That may be true, of course, and considering November’s elections it may even be a relevant point to some. But, as research has shown, reporting that frames public issues as just fodder for the political game sows distrust among the public — in both the news and politicians.
CBS News’s take, below, not only piques the interest of the public by being service-oriented. It also reframes the Fed’s move as one that impacts people over politics. Yes, everything is political; but erasing voters from the conversation is just plain bad for civic engagement.
April 20, 2023
Earlier this week, Fox settled with Dominion Voting Systems in a defamation suit over coverage that spread misinformation about the 2020 election. The false coverage included stating that Dominion’s machines were faulty and “flipped” votes from Trump to Biden. In the lead up to the trial, depositions revealed that Fox executives and anchors knew they were peddling falsehoods about a “stolen” election.
While the above headline from the New York Times is accurate, I much prefer the one below from CNN. It sure is lengthy, but it explains the timing of the settlement, why it was made, and what the suit was about. The Times headline doesn’t even mention who sued Fox, let alone what defamation was alleged. All of this is very important context.
I’ll also give an honorable mention to a headline from The Intercept, below. The report explains how cable payments from viewers who don’t watch Fox subsidize the network. A similar headline could have been written about how this settlement will prove to be a huge tax break for Fox, as well. U.S. residents pay in more ways than one.
November 16, 2023
Well, it’s the truth. The full quote from Trump’s speech was:
“We pledge to you that we will root out the communists, Marxists, fascists and the radical left thugs that live like vermin within the confines of our country that lie and steal and cheat on elections. They’ll do anything, whether legally or illegally, to destroy America and to destroy the American Dream.”
“Root out” in this context is damning enough; it’s Trump wanting to round up people he doesn’t like, which is dangerous rhetoric for any public figure to spout, let alone a presidential candidate. (I could also write an essay on the Times summarizing “communists, Marxists, fascists, and the radical left” as “the Left” but I digress.) However, there’s a reason USA Today and other outlets below highlighted the word “vermin.”
The dehumanization of political enemies and marginalized groups by calling them vermin, rodents, animals, and other objects of extermination is a well-worn authoritarian tactic. The goal of such rhetoric is to prime an audience to believe a group is less than human, to devalue their lives, so that violence and atrocities committed against them are accepted and normalized.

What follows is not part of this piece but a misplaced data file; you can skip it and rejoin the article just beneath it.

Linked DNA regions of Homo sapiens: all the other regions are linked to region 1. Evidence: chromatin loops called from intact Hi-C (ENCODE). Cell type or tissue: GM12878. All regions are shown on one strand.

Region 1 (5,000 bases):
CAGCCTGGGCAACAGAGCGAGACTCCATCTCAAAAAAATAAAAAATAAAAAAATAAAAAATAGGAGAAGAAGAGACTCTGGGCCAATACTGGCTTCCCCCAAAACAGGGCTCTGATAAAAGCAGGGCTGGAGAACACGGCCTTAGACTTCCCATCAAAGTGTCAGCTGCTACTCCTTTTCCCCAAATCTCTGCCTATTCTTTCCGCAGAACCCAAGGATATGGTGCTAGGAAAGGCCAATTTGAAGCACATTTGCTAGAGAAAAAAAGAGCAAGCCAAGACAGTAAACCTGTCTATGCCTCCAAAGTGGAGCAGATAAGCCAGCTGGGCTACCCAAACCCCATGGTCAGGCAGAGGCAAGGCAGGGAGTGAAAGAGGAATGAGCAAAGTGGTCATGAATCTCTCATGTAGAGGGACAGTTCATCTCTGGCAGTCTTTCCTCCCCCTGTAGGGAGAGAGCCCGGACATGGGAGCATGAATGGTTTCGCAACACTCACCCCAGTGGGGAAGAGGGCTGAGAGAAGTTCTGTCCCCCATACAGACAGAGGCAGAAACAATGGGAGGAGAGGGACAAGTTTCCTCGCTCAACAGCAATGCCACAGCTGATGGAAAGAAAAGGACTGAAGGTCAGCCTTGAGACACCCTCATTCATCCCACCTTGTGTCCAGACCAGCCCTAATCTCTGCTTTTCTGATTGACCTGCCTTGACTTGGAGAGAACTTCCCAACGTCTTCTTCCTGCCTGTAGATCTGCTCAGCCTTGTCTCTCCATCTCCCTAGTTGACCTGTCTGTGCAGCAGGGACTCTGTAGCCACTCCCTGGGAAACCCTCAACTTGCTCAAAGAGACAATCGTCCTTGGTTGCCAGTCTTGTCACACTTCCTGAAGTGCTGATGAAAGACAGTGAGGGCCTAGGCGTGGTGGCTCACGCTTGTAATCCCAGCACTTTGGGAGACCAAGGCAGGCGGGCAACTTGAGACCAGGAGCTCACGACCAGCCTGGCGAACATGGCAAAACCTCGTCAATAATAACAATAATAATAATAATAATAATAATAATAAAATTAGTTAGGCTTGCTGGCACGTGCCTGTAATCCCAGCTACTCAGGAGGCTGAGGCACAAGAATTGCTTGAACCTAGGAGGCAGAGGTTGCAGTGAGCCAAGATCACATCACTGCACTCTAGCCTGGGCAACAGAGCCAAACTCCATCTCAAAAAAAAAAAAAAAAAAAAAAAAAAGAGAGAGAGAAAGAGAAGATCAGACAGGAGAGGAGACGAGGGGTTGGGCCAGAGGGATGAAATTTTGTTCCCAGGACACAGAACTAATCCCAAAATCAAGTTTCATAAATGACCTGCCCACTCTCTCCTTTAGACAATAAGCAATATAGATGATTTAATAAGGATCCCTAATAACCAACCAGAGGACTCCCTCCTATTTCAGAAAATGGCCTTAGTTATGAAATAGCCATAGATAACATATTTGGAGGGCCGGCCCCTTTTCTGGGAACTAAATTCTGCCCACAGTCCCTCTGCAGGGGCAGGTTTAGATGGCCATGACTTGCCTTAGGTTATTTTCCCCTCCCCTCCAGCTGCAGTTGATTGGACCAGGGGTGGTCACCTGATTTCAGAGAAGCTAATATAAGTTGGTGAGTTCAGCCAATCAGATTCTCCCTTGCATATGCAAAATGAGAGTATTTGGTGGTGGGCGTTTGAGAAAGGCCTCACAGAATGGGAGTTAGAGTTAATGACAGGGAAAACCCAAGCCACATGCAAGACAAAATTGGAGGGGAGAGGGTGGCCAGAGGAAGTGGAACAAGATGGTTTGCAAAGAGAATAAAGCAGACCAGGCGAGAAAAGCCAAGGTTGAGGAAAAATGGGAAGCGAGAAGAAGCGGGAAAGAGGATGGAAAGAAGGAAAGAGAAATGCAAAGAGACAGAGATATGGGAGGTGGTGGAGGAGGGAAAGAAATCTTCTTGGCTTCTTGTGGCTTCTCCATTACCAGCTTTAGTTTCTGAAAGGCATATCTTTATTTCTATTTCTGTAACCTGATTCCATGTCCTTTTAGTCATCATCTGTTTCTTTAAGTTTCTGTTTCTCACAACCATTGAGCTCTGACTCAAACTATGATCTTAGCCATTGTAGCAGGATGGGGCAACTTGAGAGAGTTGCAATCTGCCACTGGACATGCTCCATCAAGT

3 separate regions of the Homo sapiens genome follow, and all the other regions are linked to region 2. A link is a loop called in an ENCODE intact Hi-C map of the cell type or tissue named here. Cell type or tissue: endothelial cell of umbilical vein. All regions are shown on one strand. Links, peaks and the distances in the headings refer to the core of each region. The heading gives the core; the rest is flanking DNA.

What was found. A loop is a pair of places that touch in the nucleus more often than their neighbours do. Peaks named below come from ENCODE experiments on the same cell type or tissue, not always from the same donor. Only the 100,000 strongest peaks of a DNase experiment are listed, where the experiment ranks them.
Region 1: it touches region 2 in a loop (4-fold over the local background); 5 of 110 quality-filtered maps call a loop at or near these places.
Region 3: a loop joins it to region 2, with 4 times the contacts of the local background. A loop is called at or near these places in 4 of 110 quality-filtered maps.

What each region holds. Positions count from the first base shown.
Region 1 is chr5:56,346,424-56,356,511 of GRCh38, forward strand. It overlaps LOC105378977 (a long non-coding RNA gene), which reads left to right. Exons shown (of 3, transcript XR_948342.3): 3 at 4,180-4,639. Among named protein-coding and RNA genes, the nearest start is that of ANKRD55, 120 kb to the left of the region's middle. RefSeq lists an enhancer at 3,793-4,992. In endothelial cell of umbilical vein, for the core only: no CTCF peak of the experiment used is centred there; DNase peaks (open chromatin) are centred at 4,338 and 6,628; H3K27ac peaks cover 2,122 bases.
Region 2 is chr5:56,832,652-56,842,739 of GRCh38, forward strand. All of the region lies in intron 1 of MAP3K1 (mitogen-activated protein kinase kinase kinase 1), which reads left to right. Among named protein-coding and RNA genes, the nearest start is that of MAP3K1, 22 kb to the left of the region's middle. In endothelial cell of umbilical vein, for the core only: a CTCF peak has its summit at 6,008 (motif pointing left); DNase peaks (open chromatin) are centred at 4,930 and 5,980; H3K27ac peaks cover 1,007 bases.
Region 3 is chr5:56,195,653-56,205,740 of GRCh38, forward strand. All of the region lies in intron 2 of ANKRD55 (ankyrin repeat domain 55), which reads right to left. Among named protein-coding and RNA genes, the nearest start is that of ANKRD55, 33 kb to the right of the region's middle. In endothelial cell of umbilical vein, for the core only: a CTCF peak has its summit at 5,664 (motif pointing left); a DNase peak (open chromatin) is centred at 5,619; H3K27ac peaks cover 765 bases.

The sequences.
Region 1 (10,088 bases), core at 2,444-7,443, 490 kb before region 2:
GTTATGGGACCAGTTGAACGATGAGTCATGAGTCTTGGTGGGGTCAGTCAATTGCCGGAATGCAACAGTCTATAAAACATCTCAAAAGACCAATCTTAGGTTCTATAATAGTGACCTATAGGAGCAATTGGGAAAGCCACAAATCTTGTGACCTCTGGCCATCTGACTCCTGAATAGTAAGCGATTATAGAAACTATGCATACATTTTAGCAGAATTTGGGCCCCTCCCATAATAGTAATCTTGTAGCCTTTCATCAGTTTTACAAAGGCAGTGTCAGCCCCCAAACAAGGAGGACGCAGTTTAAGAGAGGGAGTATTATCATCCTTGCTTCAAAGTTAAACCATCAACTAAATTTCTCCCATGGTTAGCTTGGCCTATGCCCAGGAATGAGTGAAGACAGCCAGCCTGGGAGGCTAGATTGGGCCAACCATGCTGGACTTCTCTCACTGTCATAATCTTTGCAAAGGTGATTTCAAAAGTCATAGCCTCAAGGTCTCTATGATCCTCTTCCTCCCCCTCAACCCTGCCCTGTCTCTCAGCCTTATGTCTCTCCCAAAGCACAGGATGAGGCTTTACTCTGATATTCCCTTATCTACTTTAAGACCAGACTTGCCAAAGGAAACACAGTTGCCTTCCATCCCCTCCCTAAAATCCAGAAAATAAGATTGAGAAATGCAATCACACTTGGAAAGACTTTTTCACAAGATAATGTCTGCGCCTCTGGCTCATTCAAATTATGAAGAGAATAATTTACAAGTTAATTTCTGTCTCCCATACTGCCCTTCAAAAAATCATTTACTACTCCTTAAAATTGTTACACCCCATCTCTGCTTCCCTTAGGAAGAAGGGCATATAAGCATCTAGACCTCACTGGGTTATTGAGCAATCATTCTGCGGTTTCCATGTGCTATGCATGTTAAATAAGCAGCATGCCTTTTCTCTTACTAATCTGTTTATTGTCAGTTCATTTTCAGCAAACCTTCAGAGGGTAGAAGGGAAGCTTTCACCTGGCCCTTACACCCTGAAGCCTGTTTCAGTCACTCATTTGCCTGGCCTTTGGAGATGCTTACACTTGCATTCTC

This is a point I wish all coverage of this event made more strongly: the key takeaway here is not that this speech is simply reminiscent of violent dictatorships, but that this type of speech has been a tool in forming those dictatorships.
I’m glad USA Today referenced that Hitler and Mussolini used similar language. I don’t love, however, the phrase “draws more comparisons” in this headline because it attributes this comparison to anonymous others, instead of the newsroom or journalist connecting the dots for us (as is their duty in a high-information, low-trust environment). The Washington Post’s version, below, uses “echoing dictators” instead. This declarative phrasing doesn’t shuck attribution to a third party but lets it stand as a statement of fact. (See the Quote of the Week below for more on this topic.)
My nominee for best headline about this speech, however, is Vanity Fair’s, below. It pulls no punches by summarizing not only Trump’s word choices but also his pledged plans for a second term. Most importantly, it adds the context we all need by naming this plan a wish to “Go Full Authoritarian.”
Traditional journalism edicts might suggest that if we provide “just the facts,” audiences will understand the meaning of those facts of their own accord. This isn’t a fair assumption in the highly saturated media ecosystem in which we live. Journalists need to provide the historical connections and context whenever and wherever we can — because we have it and, unlike other professions, we have the means to disseminate it. It’s all part of the job.
January 18, 2024
Early this morning, Donald Trump wrote the following in a long post on Truth Social:
“EVEN EVENTS THAT ‘CROSS THE LINE’ MUST FALL UNDER TOTAL IMMUNITY, OR IT WILL BE YEARS OF TRAUMA TRYING TO DETERMINE GOOD FROM BAD” … “ALL PRESIDENTS MUST HAVE COMPLETE & TOTAL PRESIDENTIAL IMMUNITY, OR THE AUTHORITY & DECISIVENESS OF A PRESIDENT OF THE UNITED STATES WILL BE STRIPPED & GONE FOREVER.”
It is absolutely chilling that the likely GOP nominee for President of the United States is publicly demanding for presidents to have complete criminal immunity, which they do not have and, in a functioning democracy, should not have. It’s especially concerning considering Trump himself is currently facing 91 criminal charges. The phrase “cross the line” adds an ominous tone to this, to say the least — does this imply the use of violence? Where is the “line”?
In my opinion, this should be front page news — it is incredibly alarming, far outside of the norm for a presidential candidate, and a direct threat to democracy. However, when I checked a few times this morning and at the time of publishing, I found no notice of this statement on the homepages of The New York Times, The Washington Post, or CNN.